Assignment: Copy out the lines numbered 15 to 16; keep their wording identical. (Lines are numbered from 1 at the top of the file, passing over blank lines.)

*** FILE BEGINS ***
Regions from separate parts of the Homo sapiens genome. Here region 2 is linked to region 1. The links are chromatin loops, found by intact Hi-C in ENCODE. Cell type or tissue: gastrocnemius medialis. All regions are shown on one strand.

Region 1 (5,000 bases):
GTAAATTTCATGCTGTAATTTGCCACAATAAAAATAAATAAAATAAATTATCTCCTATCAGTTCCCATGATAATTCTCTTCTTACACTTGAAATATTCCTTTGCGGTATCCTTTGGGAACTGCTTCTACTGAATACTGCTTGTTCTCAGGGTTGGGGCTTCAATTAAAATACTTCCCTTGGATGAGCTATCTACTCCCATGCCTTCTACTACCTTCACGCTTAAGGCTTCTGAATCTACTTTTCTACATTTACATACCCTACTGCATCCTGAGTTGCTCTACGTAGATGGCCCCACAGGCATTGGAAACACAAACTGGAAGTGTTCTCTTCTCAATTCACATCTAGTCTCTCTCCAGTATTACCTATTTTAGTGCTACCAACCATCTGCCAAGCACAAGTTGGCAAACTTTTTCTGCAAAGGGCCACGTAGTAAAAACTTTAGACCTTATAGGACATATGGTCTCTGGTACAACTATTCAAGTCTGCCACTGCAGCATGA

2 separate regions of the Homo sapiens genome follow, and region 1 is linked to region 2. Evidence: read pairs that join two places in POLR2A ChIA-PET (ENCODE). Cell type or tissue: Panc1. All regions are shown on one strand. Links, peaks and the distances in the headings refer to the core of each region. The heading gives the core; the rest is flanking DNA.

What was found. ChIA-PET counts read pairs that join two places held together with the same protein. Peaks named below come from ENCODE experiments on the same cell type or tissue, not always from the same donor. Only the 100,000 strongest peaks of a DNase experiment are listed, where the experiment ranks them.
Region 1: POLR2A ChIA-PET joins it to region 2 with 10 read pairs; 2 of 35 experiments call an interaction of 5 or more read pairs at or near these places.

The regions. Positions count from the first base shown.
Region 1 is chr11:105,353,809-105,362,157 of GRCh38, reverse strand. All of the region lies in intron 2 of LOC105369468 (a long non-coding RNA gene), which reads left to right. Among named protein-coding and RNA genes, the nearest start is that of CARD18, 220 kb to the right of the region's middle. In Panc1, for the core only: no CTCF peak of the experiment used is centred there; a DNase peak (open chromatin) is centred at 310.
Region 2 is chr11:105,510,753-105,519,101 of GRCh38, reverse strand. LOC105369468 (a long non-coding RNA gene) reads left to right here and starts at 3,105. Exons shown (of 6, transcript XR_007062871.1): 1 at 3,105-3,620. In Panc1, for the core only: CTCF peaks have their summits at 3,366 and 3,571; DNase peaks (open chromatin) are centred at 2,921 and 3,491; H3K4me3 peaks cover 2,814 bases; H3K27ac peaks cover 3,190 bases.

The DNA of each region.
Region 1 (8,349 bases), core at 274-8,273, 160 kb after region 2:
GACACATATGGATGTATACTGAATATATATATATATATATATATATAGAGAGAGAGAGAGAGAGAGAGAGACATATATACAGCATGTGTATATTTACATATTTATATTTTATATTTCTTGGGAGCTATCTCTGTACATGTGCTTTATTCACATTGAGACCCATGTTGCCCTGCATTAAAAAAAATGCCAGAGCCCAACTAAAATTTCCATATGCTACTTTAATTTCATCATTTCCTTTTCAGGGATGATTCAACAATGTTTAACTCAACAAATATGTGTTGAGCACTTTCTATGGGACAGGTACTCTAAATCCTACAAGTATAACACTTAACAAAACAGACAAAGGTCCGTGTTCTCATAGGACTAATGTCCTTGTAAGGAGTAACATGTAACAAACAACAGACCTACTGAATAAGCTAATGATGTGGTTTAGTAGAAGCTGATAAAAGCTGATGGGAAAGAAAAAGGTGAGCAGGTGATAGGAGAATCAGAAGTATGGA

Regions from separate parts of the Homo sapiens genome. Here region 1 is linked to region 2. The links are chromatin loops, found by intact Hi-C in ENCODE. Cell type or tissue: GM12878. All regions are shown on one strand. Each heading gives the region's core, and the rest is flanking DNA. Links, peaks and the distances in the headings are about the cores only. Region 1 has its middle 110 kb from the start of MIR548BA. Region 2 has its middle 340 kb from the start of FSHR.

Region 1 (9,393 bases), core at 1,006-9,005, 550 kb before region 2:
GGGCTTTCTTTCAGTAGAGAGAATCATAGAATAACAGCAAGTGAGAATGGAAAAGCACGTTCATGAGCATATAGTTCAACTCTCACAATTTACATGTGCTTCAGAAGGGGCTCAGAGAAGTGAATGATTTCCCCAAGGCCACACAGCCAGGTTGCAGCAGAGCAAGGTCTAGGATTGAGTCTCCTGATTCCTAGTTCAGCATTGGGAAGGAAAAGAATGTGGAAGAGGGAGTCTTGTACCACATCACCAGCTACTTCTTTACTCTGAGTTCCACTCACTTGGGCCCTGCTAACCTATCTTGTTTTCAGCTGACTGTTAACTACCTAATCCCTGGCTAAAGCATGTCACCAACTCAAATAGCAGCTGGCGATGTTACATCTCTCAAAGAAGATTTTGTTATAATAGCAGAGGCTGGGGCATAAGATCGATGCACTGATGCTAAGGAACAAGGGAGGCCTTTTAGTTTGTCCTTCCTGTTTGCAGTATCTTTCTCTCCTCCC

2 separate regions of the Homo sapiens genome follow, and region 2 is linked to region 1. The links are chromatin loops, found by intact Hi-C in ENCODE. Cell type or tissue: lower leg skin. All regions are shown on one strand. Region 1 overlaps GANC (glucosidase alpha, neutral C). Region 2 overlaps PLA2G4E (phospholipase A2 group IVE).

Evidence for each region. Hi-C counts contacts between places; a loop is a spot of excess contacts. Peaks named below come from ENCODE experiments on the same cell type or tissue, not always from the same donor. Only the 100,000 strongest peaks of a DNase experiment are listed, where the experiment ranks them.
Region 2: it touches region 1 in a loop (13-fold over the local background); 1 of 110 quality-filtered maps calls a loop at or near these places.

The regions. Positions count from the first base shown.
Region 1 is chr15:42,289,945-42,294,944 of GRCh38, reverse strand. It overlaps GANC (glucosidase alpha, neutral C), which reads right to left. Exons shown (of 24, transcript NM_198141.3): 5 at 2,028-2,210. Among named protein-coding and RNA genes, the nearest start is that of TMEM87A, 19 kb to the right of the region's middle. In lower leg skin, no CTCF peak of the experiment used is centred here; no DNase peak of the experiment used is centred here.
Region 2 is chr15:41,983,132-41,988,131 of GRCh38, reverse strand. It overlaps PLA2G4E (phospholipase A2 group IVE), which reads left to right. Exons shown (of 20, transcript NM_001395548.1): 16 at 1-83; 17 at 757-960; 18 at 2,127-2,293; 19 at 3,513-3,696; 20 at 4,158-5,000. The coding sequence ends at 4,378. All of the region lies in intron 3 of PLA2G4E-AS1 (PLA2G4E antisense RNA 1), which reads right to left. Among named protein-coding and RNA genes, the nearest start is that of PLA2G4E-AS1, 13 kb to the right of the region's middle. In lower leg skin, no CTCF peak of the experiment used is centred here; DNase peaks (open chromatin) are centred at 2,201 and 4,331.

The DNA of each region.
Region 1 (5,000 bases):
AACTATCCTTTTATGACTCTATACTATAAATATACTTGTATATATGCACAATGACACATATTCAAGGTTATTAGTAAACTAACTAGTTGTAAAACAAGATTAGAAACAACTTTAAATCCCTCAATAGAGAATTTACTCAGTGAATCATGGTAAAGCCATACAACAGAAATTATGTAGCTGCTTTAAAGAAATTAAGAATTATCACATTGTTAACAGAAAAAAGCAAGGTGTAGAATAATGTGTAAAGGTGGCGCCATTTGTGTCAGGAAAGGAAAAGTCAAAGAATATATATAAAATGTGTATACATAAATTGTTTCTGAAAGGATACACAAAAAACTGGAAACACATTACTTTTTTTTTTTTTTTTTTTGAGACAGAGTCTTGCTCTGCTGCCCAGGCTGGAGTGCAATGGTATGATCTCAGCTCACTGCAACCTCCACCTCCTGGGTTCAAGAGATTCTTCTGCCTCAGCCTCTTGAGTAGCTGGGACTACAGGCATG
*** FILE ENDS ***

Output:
GGGCTTTCTTTCAGTAGAGAGAATCATAGAATAACAGCAAGTGAGAATGGAAAAGCACGTTCATGAGCATATAGTTCAACTCTCACAATTTACATGTGCTTCAGAAGGGGCTCAGAGAAGTGAATGATTTCCCCAAGGCCACACAGCCAGGTTGCAGCAGAGCAAGGTCTAGGATTGAGTCTCCTGATTCCTAGTTCAGCATTGGGAAGGAAAAGAATGTGGAAGAGGGAGTCTTGTACCACATCACCAGCTACTTCTTTACTCTGAGTTCCACTCACTTGGGCCCTGCTAACCTATCTTGTTTTCAGCTGACTGTTAACTACCTAATCCCTGGCTAAAGCATGTCACCAACTCAAATAGCAGCTGGCGATGTTACATCTCTCAAAGAAGATTTTGTTATAATAGCAGAGGCTGGGGCATAAGATCGATGCACTGATGCTAAGGAACAAGGGAGGCCTTTTAGTTTGTCCTTCCTGTTTGCAGTATCTTTCTCTCCTCCC

2 separate regions of the Homo sapiens genome follow, and region 2 is linked to region 1. The links are chromatin loops, found by intact Hi-C in ENCODE. Cell type or tissue: lower leg skin. All regions are shown on one strand. Region 1 overlaps GANC (glucosidase alpha, neutral C). Region 2 overlaps PLA2G4E (phospholipase A2 group IVE).